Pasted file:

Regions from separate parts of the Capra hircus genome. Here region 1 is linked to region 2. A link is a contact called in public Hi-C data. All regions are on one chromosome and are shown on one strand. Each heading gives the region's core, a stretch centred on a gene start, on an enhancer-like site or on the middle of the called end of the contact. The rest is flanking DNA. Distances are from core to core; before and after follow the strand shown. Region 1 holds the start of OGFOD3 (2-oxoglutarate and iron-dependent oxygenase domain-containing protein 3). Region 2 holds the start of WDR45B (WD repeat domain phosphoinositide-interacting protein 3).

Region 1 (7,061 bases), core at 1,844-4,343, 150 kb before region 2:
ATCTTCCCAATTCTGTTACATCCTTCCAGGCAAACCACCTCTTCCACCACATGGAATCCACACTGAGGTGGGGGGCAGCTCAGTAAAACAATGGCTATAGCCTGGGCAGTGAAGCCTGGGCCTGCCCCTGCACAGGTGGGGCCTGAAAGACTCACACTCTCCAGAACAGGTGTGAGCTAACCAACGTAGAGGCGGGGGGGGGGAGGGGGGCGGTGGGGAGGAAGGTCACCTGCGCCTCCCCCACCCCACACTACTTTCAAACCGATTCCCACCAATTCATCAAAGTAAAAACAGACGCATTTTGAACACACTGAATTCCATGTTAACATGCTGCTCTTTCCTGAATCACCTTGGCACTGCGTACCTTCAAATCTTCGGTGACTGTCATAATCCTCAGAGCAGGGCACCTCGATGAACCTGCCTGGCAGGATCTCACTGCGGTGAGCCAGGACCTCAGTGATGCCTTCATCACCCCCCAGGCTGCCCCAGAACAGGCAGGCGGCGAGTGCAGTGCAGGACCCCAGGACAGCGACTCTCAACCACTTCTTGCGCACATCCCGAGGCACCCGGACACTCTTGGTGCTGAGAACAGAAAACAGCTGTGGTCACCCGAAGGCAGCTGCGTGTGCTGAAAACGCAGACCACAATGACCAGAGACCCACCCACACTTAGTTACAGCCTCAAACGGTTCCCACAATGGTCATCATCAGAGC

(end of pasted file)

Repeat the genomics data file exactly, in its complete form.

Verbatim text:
Regions from separate parts of the Capra hircus genome. Here region 1 is linked to region 2. A link is a contact called in public Hi-C data. All regions are on one chromosome and are shown on one strand. Each heading gives the region's core, a stretch centred on a gene start, on an enhancer-like site or on the middle of the called end of the contact. The rest is flanking DNA. Distances are from core to core; before and after follow the strand shown. Region 1 holds the start of OGFOD3 (2-oxoglutarate and iron-dependent oxygenase domain-containing protein 3). Region 2 holds the start of WDR45B (WD repeat domain phosphoinositide-interacting protein 3).

Region 1 (7,061 bases), core at 1,844-4,343, 150 kb before region 2:
ATCTTCCCAATTCTGTTACATCCTTCCAGGCAAACCACCTCTTCCACCACATGGAATCCACACTGAGGTGGGGGGCAGCTCAGTAAAACAATGGCTATAGCCTGGGCAGTGAAGCCTGGGCCTGCCCCTGCACAGGTGGGGCCTGAAAGACTCACACTCTCCAGAACAGGTGTGAGCTAACCAACGTAGAGGCGGGGGGGGGGAGGGGGGCGGTGGGGAGGAAGGTCACCTGCGCCTCCCCCACCCCACACTACTTTCAAACCGATTCCCACCAATTCATCAAAGTAAAAACAGACGCATTTTGAACACACTGAATTCCATGTTAACATGCTGCTCTTTCCTGAATCACCTTGGCACTGCGTACCTTCAAATCTTCGGTGACTGTCATAATCCTCAGAGCAGGGCACCTCGATGAACCTGCCTGGCAGGATCTCACTGCGGTGAGCCAGGACCTCAGTGATGCCTTCATCACCCCCCAGGCTGCCCCAGAACAGGCAGGCGGCGAGTGCAGTGCAGGACCCCAGGACAGCGACTCTCAACCACTTCTTGCGCACATCCCGAGGCACCCGGACACTCTTGGTGCTGAGAACAGAAAACAGCTGTGGTCACCCGAAGGCAGCTGCGTGTGCTGAAAACGCAGACCACAATGACCAGAGACCCACCCACACTTAGTTACAGCCTCAAACGGTTCCCACAATGGTCATCATCAGAGC